They are calling it the Brooks Newmark Sex Scandal. The ethics of the Sunday Mirror’s virtual online honey trap farrago would appear to be the first high profile complaint that the Independent Press Standards Organisation (IPSO) will have to deal with. Hardly Watergate is it? The matter is a giggle for some, toe-curlingly embarrassing or sheer theatre of the absurd for others and heart-breaking – and distressing for Newmark and his family.
David Aaronovitch analysed the matter in The Times and came to the conclusion that Newmark’s fall is “from online to the ridiculous”. It’s a classic tabloid story offered to and taken by the Mirror from a freelance journalist. It is not something the “quality” broadsheets and the BBC would be initiating as “investigative journalism”, but if all the ingredients were not in the frame of some “public interest” they would have ignored the story, would they not?
Nice and sleazy does it
When the raucous British popular press start ruffling the feathers of the establishment and nipping the back-sides of the sensitive behind of powerful elites with “sleazy journalism” that “ruins people’s lives” it is fascinating how the rest of the media takes great sport in picking over the leftovers and frothing in the methane stream.
But hypocrisy in British politics and media history is an under-rated and neglected cultural shibboleth. There’s an art to it. The dividing line in journalistic respectability is like trying to compare the aesthetic legitimacy of a Sandro Botticelli nude and a Page Three representation of contemporary mammary glands.
Nearly every aspect of this affair is fantasy and imagination. There is no victim except an anticipated foreboding of what might have been. The Mirror in a justifying editorial by Julia Hartley-Brewer said: “When a minister, paid by taxpayers, sends explicit photos to a complete stranger (who turns out to be not a young woman Tory party worker but a man working undercover for a newspaper) then he has chosen to make his privates a public matter.”
She continued: “If Brooks Newmark was dumb enough to text his post-watershed selfie, how can we trust his judgment in his working life? And how open is he to blackmail? And once he has lied to his wife, what stops him from lying to us, the voters he has not met?”
Sophie Wittams was effectively a texting Whatsapp, Twitter avatar, a concoction in the virtual world constructed by “borrowing” the images of real people and manipulated in Twitter-speak by journalistic subterfuge. Sophie endeavoured to establish liaison with Conservative Party politicians and Newmark succumbed to the allure of imaginative intimacy and shared written confidences and imagery of what of old would be termed “of a lewd nature”.
Have you noticed how a lot of the media has made something of fetish out of the rather classy brand of pyjamas the now ex- minister for civil society was wearing while baring his anatomy? Yet as I write, the issue has generated only four comments on Mumsnet.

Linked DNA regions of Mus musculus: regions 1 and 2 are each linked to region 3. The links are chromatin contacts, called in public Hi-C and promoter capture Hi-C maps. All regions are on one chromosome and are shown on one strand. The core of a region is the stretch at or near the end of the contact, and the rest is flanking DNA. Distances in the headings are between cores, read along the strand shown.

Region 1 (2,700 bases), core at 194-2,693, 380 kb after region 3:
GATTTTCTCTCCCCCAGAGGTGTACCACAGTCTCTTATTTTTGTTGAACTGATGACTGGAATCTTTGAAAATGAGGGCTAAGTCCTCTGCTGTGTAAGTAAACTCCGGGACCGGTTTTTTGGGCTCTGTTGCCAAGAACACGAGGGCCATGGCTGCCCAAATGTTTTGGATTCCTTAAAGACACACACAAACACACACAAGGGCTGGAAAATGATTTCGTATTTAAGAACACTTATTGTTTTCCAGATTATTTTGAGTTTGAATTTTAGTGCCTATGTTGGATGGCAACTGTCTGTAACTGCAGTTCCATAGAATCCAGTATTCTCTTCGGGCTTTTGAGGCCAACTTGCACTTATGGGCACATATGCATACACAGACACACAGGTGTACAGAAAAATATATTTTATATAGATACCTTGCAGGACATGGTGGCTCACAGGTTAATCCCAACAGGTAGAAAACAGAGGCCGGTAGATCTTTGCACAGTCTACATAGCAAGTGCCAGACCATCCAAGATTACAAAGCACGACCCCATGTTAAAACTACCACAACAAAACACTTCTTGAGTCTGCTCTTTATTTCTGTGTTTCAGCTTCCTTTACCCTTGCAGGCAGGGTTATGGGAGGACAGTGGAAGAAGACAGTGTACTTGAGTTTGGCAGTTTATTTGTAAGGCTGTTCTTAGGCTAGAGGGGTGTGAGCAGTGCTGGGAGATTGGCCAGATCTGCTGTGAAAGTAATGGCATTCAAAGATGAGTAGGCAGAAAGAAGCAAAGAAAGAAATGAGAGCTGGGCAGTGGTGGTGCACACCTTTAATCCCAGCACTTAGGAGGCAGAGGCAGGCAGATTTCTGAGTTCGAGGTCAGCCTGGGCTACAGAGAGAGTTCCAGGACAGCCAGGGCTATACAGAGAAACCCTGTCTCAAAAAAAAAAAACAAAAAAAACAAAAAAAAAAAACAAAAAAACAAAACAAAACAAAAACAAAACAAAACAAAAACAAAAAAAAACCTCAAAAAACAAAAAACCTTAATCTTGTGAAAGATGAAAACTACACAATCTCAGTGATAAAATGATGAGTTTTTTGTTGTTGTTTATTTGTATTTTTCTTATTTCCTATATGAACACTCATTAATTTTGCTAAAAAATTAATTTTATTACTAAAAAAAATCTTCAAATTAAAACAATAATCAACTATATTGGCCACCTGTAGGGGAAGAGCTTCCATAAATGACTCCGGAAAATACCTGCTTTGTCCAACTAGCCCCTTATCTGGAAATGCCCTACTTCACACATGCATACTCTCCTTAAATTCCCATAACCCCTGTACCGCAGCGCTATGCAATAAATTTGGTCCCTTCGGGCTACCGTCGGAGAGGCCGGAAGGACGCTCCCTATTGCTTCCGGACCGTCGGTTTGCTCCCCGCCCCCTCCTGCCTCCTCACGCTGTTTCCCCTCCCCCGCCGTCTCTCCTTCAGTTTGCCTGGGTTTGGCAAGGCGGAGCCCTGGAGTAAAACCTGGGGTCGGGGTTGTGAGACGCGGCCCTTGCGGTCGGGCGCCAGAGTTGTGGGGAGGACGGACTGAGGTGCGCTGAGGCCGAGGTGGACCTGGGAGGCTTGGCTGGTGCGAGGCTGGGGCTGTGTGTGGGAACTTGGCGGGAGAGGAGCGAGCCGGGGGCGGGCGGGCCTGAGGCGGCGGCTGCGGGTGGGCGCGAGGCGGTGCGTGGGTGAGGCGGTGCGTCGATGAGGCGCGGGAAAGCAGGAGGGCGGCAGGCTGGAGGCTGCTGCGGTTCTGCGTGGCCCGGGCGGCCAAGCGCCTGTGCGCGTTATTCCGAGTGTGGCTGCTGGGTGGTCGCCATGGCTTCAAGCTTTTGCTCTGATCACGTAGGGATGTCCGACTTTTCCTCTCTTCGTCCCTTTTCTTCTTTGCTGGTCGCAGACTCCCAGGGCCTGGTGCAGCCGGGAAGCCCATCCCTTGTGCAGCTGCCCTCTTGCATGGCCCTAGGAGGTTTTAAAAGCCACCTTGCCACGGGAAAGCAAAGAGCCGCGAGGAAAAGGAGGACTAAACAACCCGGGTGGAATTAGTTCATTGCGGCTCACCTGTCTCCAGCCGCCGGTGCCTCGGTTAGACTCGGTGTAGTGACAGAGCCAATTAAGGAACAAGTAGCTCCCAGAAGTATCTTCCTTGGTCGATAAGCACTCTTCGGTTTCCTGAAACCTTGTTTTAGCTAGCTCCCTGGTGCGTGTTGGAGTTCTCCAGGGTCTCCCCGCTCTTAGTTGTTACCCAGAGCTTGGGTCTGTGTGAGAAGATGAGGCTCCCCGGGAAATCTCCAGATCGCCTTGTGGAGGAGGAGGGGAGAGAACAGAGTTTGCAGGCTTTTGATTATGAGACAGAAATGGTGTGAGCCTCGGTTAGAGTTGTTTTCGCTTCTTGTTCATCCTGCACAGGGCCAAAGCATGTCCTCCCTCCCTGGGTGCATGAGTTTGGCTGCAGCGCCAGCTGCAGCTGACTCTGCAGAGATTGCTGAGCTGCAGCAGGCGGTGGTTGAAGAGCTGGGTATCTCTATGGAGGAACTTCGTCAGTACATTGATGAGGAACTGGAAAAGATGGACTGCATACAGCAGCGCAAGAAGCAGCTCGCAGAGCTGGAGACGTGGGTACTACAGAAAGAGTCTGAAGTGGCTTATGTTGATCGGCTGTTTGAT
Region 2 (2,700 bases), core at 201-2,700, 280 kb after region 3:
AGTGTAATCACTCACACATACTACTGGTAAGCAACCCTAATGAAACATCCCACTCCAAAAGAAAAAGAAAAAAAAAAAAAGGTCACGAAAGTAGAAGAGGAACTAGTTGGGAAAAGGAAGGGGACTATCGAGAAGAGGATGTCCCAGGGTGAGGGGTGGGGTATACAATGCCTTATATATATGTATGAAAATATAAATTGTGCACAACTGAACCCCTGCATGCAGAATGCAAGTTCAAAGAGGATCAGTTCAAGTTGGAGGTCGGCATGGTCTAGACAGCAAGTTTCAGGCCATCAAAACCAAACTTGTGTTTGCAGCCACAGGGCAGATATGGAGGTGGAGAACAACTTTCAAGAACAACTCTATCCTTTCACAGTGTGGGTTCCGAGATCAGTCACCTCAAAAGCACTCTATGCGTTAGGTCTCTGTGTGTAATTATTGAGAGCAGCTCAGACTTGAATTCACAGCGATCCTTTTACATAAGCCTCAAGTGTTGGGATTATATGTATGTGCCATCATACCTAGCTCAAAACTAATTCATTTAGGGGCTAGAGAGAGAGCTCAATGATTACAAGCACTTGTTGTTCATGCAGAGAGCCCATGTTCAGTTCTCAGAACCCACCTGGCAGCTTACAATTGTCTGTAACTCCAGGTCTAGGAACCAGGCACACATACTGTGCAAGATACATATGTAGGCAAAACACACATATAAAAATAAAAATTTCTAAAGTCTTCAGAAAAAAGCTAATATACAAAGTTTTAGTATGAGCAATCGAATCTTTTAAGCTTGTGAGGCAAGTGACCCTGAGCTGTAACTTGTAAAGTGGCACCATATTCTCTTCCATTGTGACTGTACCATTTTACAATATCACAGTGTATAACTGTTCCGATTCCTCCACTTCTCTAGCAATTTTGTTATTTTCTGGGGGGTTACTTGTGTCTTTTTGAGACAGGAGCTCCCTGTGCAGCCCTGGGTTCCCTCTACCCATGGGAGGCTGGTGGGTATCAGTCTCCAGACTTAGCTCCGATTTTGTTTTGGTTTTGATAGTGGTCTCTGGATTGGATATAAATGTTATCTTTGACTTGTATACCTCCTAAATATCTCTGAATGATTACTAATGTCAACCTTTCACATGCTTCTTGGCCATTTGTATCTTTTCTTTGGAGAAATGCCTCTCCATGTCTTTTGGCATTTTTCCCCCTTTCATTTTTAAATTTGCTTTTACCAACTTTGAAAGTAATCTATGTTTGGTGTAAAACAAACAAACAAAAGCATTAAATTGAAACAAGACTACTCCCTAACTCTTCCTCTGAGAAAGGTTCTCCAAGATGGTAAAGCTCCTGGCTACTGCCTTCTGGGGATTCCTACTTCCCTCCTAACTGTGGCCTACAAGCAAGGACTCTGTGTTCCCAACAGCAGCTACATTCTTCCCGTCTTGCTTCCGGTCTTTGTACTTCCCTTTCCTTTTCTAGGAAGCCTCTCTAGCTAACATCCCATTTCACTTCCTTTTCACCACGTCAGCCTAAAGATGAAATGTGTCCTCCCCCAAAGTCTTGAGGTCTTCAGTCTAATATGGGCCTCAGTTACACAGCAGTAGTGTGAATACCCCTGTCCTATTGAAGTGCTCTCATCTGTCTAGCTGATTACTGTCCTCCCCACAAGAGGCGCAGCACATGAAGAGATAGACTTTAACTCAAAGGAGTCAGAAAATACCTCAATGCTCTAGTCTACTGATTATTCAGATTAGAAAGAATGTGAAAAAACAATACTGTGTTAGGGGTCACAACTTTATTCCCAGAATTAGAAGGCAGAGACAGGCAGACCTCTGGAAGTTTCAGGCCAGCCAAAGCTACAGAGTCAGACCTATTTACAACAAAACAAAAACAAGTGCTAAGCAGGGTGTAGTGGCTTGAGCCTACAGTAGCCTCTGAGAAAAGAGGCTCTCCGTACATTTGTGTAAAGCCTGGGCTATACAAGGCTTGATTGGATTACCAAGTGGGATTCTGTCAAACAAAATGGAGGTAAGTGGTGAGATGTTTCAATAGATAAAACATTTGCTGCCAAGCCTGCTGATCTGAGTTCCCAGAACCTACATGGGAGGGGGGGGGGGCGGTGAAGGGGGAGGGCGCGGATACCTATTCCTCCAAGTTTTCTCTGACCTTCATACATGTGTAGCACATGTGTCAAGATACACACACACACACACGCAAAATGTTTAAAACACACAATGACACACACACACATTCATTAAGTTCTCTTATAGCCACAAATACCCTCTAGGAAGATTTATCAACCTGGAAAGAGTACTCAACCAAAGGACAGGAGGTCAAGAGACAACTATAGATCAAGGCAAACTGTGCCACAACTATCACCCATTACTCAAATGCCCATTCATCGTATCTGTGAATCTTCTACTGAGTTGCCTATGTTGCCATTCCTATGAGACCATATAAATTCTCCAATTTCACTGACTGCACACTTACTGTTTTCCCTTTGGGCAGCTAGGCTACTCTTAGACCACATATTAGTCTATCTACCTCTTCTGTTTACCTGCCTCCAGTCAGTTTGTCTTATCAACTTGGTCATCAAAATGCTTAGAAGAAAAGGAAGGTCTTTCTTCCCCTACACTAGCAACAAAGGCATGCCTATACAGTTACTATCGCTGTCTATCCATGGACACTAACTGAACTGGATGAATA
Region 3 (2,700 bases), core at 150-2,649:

Only way is ethics
What are the media legal and ethical issues engaged here? There’s speculation that Sophie’s portrait may have been that of a Swedish model. It would assist the Sunday Mirror if it had obtained the permission of both the subject and copyright holder of the image to be used in this way.
The Telegraph investigates and reports in the true tradition of the Fleet Street diaspora dog-eating-dog that a “sun-bathing selfie” of Sophie had been hijacked from the real 26-year-old Charlene Taylor. Charlene says the image was used without her permission and has expressed the maturity and compassion of a generation familiar with the burlesque and mischief of smart-phone photography and social media: “I think grown adults can do whatever they like as long as both of them are over the age of consent. I don’t think it’s something to resign over.”
In theory, using imagery and personality rights without permission in a way that damages reputation, dignity, honour or identity could trigger consideration of potential breaches of defamation, privacy, as well as copyright and intellectual property.
IPSO has the kind of bite the old PCC never had. It can impose fines of up to £1m on contracted members for serious breaches of the editors’ code. The Sunday Mirror is signed up. Ironically had the Guardian, Observer, Independent, Evening Standard or Financial Times been playing “entrapment” games with Tory politicians, they would only be dealing with the potential flack of litigation. These newspapers have been standing off IPSO.
Media commentators of rival papers and “media victim” lawyers have expended much angst striking the questions that Trinity Mirror may have to address. Will they be able to satisfy 10(ii) of the editors’ code of practice:
Engaging in misrepresentation or subterfuge, including by agents or intermediaries, can generally be justified only in the public interest and then only when the material cannot be obtained by other means.
Will the story reach the necessary threshold of “public interest” in terms of “preventing the public from being misled by an action or statement of an individual or organisation,” or there being “a public interest in freedom of expression itself”?
A deciding factor will be whether the story was the result of a speculative fishing expedition. But it’s reported by Press Gazette that a freelance journalist had been investigating inappropriate use of social media by MPs and specific sources had briefed him on how they were using social media networks to meet women. Sunday Mirror editor-in-chief Lloyd Embley says there was a “nailed-on public interest” to the story.
That’s as may be. In this case, as in so many Fleet Street cases of old, the public interest is in the eye of the editor. But a familiar refrain from academia and the tabloid loathing sphere post-Leveson might be that in 2014 the public interest needs to be more than what entertains the scandal mongers.